I tried to take a stab at a few pots but failed miserably. I eventually had to opt to wait out the small stacks, including one guy who had come back twice from having one blind left or less. As I waited everyone out, my stack dwindled and blinds began to escalate rapidly. We were down to five players left and I was probably the short stack, with about 20k left but blinds of 1500/3000. There were two other players in the 25-30k range and two players in the 45-50k range.

Birthday Boy was riding the rail and suggested a five way chop because his ride was one of the five left and he wanted to get out of there. The chop would equal about $350. I said I would agree, but I doubt the big stacks would. Billy, one of the big stacks, agreed that he would want more money. There was some haggling, but nothing was going anywhere, so I said, "So then, let's just play it. This is going to be over in 15 mins anyway with these blinds." I meant it too. The blinds were so high that it'd be over in no time, and I wanted decent money for my troubles.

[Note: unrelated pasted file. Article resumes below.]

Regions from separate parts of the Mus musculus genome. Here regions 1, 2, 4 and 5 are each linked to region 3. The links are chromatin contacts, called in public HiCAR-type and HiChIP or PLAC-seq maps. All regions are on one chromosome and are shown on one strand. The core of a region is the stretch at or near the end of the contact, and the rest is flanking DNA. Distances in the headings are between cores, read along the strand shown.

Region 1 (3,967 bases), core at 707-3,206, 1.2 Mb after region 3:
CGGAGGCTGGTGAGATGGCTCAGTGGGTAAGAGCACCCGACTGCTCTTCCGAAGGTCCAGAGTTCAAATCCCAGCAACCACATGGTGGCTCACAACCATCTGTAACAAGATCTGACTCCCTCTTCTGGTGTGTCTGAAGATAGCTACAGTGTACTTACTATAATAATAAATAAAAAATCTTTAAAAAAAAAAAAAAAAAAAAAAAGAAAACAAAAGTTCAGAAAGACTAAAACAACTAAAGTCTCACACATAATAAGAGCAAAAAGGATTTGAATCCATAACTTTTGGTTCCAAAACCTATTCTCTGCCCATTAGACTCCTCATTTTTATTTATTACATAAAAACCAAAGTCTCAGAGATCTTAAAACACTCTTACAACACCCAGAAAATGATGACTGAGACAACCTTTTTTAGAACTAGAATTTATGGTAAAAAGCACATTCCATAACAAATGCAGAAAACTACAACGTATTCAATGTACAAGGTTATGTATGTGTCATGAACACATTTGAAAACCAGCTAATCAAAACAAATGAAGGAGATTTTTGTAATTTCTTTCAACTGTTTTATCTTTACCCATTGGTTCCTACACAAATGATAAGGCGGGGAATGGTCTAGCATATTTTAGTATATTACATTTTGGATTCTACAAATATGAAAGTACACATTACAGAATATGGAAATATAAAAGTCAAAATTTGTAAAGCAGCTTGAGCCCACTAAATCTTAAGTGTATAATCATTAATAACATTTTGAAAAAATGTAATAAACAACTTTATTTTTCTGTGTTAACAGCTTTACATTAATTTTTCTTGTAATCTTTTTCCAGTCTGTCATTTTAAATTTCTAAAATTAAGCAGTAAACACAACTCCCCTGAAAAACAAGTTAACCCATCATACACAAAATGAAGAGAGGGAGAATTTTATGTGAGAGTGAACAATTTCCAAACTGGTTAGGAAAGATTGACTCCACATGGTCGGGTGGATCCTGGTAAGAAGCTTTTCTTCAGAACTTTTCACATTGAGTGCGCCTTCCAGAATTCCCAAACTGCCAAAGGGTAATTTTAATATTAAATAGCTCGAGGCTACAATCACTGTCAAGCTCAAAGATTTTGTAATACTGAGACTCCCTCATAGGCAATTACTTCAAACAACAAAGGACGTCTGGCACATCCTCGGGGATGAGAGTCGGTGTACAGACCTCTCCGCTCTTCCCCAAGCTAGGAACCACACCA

We played another orbit, at which point one of the other shorties made up some ground and I won a hand or two to pump my stack up a tiny bit (just blinds, as I was in push/fold mode). There was some more talk, and the newly pumped shortstack insisted on $300 to make a deal. I joined him in asking for that sum. I only paid $50, so that would be a nice $250 profit, lock in some money and keep my streak alive. It was also probably more than fair to sell my precarious stack. We struck a deal with the three shorties (myself included) receiving $300 each and the big stacks getting a litted under $450. And that's how I cashed in my 4th Tuna Tourney in a row.